Upcoming TAPSA Talks

Theory and Practice in South Asia (TAPSA)

The workshop is designed to keep faculty and graduate students of social science and humanistic disciplines concerned with South Asia in touch with new directions in the field by providing interdisciplinary models of methodological and substantive approaches. The Workshop makes a special point of crossing the boundary between the humanities and social sciences. It collaborates with the South Asia Seminar, one dedicated to graduate student presentations, the other to presentations by in-resident or visiting scholars and faculty. The South Asia Seminar series and the TAPSA Workshop bring together not only scholars from various disciplines, but make a special point of attracting scholars from South Asia. Their visits are designed to promote continuing exchanges with recent work on the sub-continent and to introduce graduate students to future colleagues in South Asia.

For more information about TAPSA, please visit the TAPSA blog.

All events are open to the public.

The South Asia Seminar Series and TAPSA Talks meet on alternating Thursdays at 5:00PM-6:00PM in Foster 103 (1130 East 59th Street).


TAPSA: Letter writing is the mingling of souls not the drawing near of dust: Scholarly epistolography as companionship in eighteenth-century North India

Daniel Morgan, PhD Candidate in SALC, University of Chicago

Scholars of Persianate intellectual practices in early-modern South Asia generally argue that authoritative knowledge was “located primarily in persons not books” and that texts were thus transmitted in the context of oral recitals. Such transmission required the student to engage in companionship (ṣuḥbat) with a teacher to ensure correct comprehension of texts, as well as for the cultivation of suitable ethical comportment (ādāb). What such accounts disregard, however, is that letters – between scholars of equal standing, or between teachers and students – were themselves often considered to be a form of “companionship” (iṣṭiḥāb, dūstī) and could serve, therefore, as a medium for the remote transmission of authoritative knowledge and the cultivation of right action. Indeed, some letter writers refer to the superiority of the letter over physical companionship because it allowed for a meeting of souls without the intrusion of the material body.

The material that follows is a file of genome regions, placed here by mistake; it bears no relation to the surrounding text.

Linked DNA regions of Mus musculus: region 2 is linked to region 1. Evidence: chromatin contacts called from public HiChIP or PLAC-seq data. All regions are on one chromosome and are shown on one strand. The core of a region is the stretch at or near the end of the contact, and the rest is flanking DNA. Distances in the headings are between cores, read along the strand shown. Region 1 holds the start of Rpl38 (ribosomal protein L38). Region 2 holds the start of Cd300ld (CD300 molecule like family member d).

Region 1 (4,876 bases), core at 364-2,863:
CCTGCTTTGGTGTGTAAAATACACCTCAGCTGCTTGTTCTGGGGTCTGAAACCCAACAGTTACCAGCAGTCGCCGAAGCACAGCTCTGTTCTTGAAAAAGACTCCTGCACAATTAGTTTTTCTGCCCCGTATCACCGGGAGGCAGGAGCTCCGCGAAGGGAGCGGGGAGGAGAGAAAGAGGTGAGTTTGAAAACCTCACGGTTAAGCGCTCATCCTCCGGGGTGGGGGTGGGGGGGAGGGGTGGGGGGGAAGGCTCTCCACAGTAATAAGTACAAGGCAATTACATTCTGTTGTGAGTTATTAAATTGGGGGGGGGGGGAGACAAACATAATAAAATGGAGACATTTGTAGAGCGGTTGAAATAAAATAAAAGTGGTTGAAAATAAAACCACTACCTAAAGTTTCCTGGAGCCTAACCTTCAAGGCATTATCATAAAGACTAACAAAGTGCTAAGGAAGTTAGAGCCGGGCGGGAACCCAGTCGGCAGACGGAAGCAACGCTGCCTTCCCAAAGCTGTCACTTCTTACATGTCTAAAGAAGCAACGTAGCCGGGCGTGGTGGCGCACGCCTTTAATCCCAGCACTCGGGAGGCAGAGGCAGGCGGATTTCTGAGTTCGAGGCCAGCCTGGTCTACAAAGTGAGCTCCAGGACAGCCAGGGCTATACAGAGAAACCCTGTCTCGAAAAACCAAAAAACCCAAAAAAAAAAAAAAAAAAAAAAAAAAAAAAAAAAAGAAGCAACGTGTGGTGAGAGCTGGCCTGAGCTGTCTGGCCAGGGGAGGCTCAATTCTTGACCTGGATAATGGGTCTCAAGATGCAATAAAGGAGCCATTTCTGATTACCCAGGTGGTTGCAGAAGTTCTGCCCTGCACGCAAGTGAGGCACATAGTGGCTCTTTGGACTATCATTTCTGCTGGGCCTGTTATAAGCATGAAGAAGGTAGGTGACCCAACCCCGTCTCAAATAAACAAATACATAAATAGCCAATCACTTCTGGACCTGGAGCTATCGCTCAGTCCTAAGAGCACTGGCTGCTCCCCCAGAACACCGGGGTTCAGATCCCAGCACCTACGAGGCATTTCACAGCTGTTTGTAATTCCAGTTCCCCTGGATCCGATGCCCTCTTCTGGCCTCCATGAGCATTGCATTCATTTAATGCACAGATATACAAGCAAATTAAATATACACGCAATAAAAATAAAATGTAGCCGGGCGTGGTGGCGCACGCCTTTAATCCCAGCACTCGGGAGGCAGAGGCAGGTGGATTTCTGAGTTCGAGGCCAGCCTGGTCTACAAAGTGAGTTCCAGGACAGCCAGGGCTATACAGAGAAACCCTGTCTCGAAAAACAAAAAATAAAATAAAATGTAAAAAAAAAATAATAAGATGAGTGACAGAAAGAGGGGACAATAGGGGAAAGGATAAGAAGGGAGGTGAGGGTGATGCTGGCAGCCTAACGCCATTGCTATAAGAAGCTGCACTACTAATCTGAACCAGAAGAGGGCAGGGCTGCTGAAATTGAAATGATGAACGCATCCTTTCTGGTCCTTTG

This paper examines eighteenth-century letter-writing manuals, as well as Persian and Arabic letter collections by scholars of North India, to consider the ways in which epistolary communications served, in Deena Goodman’s memorable phrase, as “an absence made present”. The paper considers both the self-statement of eighteenth-century letter writers as well as their practices (the request and receipt of remote “authorisations” for certain textual genres, the circulation of unfinished manuscripts, and collaboration on long-distance book projects). The paper also considers the transmission of huṅdīs (financial promissory notes) within these networks, to think about how financial and scholarly “credit” was a key feature in the persistence of remote exchanges. The paper thus aims to nuance our understanding of the modalities of scholarly companionship in eighteenth century North India and thus to contribute to wider discussions of the role of epistolography and companionship in early-modern Persianate societies.

Dates: 
Thursday, February 27, 2020 - 5:00pm
Foster 103